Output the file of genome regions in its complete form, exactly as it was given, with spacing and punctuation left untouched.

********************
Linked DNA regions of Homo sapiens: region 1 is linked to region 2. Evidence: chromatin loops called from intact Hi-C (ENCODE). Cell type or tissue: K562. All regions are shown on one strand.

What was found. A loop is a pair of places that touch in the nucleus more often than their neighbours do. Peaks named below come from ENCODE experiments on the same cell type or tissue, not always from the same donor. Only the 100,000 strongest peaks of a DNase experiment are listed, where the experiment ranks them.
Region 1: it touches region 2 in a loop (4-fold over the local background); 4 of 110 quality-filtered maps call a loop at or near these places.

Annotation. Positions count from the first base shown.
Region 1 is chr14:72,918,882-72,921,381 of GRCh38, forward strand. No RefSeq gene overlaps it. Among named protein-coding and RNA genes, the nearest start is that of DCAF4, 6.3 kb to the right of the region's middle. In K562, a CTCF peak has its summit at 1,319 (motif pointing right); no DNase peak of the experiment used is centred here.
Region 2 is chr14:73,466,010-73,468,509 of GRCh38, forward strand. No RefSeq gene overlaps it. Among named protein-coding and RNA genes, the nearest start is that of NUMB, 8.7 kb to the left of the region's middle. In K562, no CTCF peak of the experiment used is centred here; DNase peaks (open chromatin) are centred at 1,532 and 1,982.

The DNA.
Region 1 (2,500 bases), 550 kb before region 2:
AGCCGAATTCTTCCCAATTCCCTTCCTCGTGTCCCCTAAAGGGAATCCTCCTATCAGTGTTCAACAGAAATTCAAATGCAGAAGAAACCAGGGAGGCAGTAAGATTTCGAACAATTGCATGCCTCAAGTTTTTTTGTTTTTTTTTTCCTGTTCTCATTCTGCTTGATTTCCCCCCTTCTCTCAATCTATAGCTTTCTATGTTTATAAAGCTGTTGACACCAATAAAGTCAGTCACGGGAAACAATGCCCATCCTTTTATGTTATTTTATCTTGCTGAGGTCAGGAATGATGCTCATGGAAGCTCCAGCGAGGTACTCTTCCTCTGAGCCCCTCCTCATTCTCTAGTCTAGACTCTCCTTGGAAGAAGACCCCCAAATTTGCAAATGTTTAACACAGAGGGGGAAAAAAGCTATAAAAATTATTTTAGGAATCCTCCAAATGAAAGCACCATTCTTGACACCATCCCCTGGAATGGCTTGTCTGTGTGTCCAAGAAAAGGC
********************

Linked DNA regions of Homo sapiens: region 1 is linked to region 2. Evidence: chromatin loops called from intact Hi-C (ENCODE). Cell type or tissue: K562. All regions are shown on one strand.

What was found. A loop is a pair of places that touch in the nucleus more often than their neighbours do. Peaks named below come from ENCODE experiments on the same cell type or tissue, not always from the same donor. Only the 100,000 strongest peaks of a DNase experiment are listed, where the experiment ranks them.
Region 1: it touches region 2 in a loop (4-fold over the local background); 4 of 110 quality-filtered maps call a loop at or near these places.

Annotation. Positions count from the first base shown.
Region 1 is chr14:72,918,882-72,921,381 of GRCh38, forward strand. No RefSeq gene overlaps it. Among named protein-coding and RNA genes, the nearest start is that of DCAF4, 6.3 kb to the right of the region's middle. In K562, a CTCF peak has its summit at 1,319 (motif pointing right); no DNase peak of the experiment used is centred here.
Region 2 is chr14:73,466,010-73,468,509 of GRCh38, forward strand. No RefSeq gene overlaps it. Among named protein-coding and RNA genes, the nearest start is that of NUMB, 8.7 kb to the left of the region's middle. In K562, no CTCF peak of the experiment used is centred here; DNase peaks (open chromatin) are centred at 1,532 and 1,982.

The DNA.
Region 1 (2,500 bases), 550 kb before region 2:
AGCCGAATTCTTCCCAATTCCCTTCCTCGTGTCCCCTAAAGGGAATCCTCCTATCAGTGTTCAACAGAAATTCAAATGCAGAAGAAACCAGGGAGGCAGTAAGATTTCGAACAATTGCATGCCTCAAGTTTTTTTGTTTTTTTTTTCCTGTTCTCATTCTGCTTGATTTCCCCCCTTCTCTCAATCTATAGCTTTCTATGTTTATAAAGCTGTTGACACCAATAAAGTCAGTCACGGGAAACAATGCCCATCCTTTTATGTTATTTTATCTTGCTGAGGTCAGGAATGATGCTCATGGAAGCTCCAGCGAGGTACTCTTCCTCTGAGCCCCTCCTCATTCTCTAGTCTAGACTCTCCTTGGAAGAAGACCCCCAAATTTGCAAATGTTTAACACAGAGGGGGAAAAAAGCTATAAAAATTATTTTAGGAATCCTCCAAATGAAAGCACCATTCTTGACACCATCCCCTGGAATGGCTTGTCTGTGTGTCCAAGAAAAGGC